The Institute for Justice is joining Alexis Bailly Vineyard and Next Chapter Winery to ask a critical question: Why do wines that are legal to make in Minnesota suddenly become illegal when they are made from grapes grown outside Minnesota?

The in-state restriction does nothing to protect the public. It only serves to protects the state’s grape-growing industry from competition by hurting small businesses like Alexis Bailly and Next Chapter. And Minnesota is not alone. From agriculture to occupational licensing to renewable energy, states have imposed similar misguided restrictions on the free flow of goods and services across the nation. This excessive red tape limits economic opportunity, hurts innovation and drives up costs for consumers.

Minnesota shouldn’t be boxing in farm wineries with protectionist laws. That is why Alexis Bailly Vineyard, Next Chapter Winery and the Institute for Justice are filing a lawsuit to challenge the state’s restriction on free trade. Together they are fighting for their right—and the right of all entrepreneurs—to economic liberty.

Winemaking in Minnesota

Farm wineries are a relatively recent phenomenon in Minnesota. For most of the state’s history, wine-producing grapes could not survive the state’s harsh winters. 1 But with the advent of northern-climate, cold-hardy grapes, more and more Minnesota entrepreneurs are trying their hands at winegrowing. 2

Yet even with these advances, Minnesota winemakers face obstacles to growth. The state’s extreme temperatures and unpredictable weather patterns cause many farm wineries to lose a significant portion of their crop each year. 3 They also face a serious restriction that threatens their very success: Minnesota’s limitation on the out-of-state products they can use to make their wine.

Minnesota’s Protectionist Trade Restriction

Minnesota does not require farm wineries to grow their own grapes or the other raw materials they use to make their wine. A winery can grow no grapes of its own and still offer a variety of wines directly to the public as long as more than 50 percent of the grapes they use were grown in Minnesota. 4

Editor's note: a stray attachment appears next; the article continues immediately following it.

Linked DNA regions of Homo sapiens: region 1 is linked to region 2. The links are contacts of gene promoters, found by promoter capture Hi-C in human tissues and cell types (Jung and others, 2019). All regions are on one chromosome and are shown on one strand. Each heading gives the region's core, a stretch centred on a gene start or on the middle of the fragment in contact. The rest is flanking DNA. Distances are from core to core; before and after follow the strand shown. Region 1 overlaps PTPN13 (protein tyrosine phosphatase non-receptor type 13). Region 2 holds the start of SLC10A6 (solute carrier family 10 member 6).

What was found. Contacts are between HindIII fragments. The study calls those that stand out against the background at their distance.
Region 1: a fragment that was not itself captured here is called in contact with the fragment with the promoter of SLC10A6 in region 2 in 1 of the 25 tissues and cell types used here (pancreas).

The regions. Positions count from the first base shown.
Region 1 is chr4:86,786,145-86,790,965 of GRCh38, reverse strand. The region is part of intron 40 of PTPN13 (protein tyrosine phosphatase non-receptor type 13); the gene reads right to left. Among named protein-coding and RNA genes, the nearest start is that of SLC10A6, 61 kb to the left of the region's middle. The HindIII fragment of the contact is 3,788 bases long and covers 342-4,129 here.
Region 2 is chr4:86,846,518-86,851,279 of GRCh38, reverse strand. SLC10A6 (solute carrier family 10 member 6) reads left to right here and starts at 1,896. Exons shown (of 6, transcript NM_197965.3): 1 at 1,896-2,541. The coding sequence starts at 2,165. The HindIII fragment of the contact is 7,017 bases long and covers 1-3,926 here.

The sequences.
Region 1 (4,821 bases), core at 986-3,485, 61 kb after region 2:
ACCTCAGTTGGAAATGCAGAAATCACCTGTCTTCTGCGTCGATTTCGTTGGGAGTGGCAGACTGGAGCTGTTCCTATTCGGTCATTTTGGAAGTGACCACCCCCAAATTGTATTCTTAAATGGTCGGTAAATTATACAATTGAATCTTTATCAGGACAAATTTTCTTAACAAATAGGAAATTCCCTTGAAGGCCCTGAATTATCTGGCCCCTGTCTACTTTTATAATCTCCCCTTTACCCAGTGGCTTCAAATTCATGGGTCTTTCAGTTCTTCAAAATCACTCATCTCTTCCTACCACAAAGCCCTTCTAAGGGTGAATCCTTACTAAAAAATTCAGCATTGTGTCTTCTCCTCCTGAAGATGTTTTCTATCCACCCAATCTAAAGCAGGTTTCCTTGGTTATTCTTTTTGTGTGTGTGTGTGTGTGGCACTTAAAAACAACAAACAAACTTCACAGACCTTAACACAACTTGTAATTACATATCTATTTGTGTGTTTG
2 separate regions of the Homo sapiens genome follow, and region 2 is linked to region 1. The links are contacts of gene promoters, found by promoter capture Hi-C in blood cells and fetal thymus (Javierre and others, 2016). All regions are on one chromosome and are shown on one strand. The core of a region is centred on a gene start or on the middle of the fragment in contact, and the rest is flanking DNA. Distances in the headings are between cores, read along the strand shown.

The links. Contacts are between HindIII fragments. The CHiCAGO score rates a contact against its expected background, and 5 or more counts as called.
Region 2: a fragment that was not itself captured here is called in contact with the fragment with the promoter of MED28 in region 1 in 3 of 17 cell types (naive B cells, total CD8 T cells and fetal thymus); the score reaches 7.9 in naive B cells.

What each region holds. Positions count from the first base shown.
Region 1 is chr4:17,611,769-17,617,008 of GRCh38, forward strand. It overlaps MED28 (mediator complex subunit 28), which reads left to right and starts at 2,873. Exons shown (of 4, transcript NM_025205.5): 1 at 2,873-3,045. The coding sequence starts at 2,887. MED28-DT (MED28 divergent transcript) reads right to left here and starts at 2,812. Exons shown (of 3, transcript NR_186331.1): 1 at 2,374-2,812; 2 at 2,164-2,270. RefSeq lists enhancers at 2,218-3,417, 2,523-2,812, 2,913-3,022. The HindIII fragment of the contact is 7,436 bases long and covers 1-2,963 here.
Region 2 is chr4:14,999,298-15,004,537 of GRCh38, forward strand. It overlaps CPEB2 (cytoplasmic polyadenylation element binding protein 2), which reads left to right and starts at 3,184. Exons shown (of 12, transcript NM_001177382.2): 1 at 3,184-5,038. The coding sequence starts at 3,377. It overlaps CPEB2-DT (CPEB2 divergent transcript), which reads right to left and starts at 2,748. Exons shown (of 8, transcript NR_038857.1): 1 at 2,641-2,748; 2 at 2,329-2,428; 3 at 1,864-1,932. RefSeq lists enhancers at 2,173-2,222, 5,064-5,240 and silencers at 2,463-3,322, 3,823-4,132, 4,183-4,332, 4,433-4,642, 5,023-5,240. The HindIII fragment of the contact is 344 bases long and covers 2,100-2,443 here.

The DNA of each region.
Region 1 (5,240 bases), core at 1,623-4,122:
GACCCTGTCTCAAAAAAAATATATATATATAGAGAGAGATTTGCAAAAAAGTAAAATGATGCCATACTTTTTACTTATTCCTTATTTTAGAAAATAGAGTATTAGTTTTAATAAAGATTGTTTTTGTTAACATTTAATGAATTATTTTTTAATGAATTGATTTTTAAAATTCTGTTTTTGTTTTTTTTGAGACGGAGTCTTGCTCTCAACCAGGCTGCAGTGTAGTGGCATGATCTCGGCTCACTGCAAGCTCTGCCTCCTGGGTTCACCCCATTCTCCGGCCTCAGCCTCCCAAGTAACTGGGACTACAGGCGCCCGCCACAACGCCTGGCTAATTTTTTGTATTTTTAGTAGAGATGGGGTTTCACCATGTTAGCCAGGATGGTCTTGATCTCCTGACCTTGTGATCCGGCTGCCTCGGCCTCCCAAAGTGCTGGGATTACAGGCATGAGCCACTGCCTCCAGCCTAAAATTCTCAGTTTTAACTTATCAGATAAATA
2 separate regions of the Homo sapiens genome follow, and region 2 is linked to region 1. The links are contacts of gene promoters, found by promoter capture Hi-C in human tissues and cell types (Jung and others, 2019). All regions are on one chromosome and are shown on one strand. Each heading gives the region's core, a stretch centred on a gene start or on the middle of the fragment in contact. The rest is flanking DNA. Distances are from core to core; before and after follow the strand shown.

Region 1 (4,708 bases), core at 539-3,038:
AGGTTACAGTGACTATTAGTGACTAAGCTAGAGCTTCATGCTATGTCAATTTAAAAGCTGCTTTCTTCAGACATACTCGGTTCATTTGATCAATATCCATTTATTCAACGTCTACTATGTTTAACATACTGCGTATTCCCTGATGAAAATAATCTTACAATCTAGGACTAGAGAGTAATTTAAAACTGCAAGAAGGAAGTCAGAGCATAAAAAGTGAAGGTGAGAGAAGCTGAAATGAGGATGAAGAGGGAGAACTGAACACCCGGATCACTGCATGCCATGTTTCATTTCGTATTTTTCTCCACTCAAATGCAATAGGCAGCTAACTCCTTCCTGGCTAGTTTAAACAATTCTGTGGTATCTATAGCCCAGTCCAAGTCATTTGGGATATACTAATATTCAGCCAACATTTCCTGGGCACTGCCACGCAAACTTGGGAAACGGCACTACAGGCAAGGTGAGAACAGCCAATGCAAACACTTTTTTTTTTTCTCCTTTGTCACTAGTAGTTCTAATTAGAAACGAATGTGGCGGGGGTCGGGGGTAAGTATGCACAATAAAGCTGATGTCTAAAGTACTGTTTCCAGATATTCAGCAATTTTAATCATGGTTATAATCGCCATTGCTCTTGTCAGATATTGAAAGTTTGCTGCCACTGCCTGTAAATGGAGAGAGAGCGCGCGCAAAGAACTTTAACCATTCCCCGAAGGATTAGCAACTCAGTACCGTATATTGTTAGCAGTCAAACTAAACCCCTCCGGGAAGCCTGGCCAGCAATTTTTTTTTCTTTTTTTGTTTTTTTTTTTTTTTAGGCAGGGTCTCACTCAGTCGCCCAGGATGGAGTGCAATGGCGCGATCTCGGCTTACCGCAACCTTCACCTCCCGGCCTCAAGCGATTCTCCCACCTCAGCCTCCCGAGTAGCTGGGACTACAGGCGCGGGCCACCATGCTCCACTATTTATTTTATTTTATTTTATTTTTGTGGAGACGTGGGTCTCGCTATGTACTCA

Although it’s completely legal to operate a farm winery in the state without planting a vineyard, most of Minnesota’s farm wineries enjoy growing their own grapes. Yet even with these grapes, they continue to struggle to source their wine with a majority of Minnesota grapes and products.

If a farm winery cannot grow enough of its own grapes to meet the in-state mandate, it must buy them in Minnesota exclusively.

To no surprise, the state’s restriction drives up the prices of Minnesota-grown grapes, increasing costs for wineries and ultimately consumers. It also severely limits the varieties of wines that farm wineries can produce: Northern-climate grapes tend to produce an acidic wine that works for some purposes, but not for others, preventing farm wineries from catering to their customer’s tastes. 5

In the past, when some farm wineries have been unable to meet the in-state mandate, they have applied to the state for a year-long exemption. But under Minnesota law the state can only grant an exemption if it finds that there are not enough Minnesota grapes available. 6 Consequently, many farm wineries are burdened with completing this process year after year, and there is no guarantee the exemption will be granted.

The Plaintiffs

The plaintiffs in the lawsuit are Alexis Bailly Vineyard and Next Chapter Winery, two Minnesota farm wineries that want the freedom to diversify the wine they offer to consumers.

Inspired by France’s wine-growing regions, a Minnesota lawyer started Alexis Bailly Vineyard, Minnesota’s oldest operating farm winery, in 1973. 7 He named it after an ancestor who helped settle the area in the early 1800s. Located about 30 miles outside of Minneapolis in Hastings, Minnesota, the vineyard made history in 1978 when it released the first wines ever produced commercially with only Minnesota grapes. The award-winning, nationally recognized winery is now owned by the founder’s daughter, Nan Bailly.